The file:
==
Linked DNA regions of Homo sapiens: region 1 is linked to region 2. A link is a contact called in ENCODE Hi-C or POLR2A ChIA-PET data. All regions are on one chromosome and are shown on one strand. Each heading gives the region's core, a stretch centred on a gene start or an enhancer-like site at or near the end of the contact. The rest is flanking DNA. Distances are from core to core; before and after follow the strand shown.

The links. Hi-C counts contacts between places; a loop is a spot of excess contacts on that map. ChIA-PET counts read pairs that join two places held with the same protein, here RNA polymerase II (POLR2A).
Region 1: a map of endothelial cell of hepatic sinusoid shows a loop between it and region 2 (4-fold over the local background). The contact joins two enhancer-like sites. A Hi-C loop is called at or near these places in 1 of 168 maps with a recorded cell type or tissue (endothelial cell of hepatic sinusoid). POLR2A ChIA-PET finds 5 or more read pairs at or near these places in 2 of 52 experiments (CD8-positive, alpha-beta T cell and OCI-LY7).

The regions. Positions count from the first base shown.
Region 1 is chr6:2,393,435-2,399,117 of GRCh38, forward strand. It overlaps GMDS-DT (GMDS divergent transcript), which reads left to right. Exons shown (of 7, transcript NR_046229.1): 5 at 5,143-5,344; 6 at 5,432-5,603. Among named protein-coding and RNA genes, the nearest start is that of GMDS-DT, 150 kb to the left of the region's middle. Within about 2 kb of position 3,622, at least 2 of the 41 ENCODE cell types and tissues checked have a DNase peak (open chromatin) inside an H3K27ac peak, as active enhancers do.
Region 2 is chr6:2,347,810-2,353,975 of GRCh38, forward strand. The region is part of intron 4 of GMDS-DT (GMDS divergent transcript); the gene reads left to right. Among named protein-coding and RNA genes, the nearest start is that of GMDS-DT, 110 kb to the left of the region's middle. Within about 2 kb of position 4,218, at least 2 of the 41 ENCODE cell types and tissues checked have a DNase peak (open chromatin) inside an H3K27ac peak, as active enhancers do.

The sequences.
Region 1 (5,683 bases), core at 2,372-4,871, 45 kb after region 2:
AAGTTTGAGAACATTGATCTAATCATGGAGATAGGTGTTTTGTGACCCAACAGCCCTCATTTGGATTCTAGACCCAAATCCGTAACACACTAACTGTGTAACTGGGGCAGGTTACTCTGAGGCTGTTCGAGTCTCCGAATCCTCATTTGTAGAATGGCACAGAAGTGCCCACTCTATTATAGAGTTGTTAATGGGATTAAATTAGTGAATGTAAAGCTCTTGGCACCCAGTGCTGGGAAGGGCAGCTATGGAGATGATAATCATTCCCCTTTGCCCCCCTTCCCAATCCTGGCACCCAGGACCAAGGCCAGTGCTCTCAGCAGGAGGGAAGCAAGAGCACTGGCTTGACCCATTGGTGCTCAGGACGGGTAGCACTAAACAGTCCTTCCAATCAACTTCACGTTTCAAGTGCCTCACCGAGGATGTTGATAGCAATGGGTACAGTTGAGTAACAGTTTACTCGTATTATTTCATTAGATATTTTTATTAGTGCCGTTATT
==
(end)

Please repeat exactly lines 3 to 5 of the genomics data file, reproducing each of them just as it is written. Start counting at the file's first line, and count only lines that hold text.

Region 1: a map of endothelial cell of hepatic sinusoid shows a loop between it and region 2 (4-fold over the local background). The contact joins two enhancer-like sites. A Hi-C loop is called at or near these places in 1 of 168 maps with a recorded cell type or tissue (endothelial cell of hepatic sinusoid). POLR2A ChIA-PET finds 5 or more read pairs at or near these places in 2 of 52 experiments (CD8-positive, alpha-beta T cell and OCI-LY7).

The regions. Positions count from the first base shown.
Region 1 is chr6:2,393,435-2,399,117 of GRCh38, forward strand. It overlaps GMDS-DT (GMDS divergent transcript), which reads left to right. Exons shown (of 7, transcript NR_046229.1): 5 at 5,143-5,344; 6 at 5,432-5,603. Among named protein-coding and RNA genes, the nearest start is that of GMDS-DT, 150 kb to the left of the region's middle. Within about 2 kb of position 3,622, at least 2 of the 41 ENCODE cell types and tissues checked have a DNase peak (open chromatin) inside an H3K27ac peak, as active enhancers do.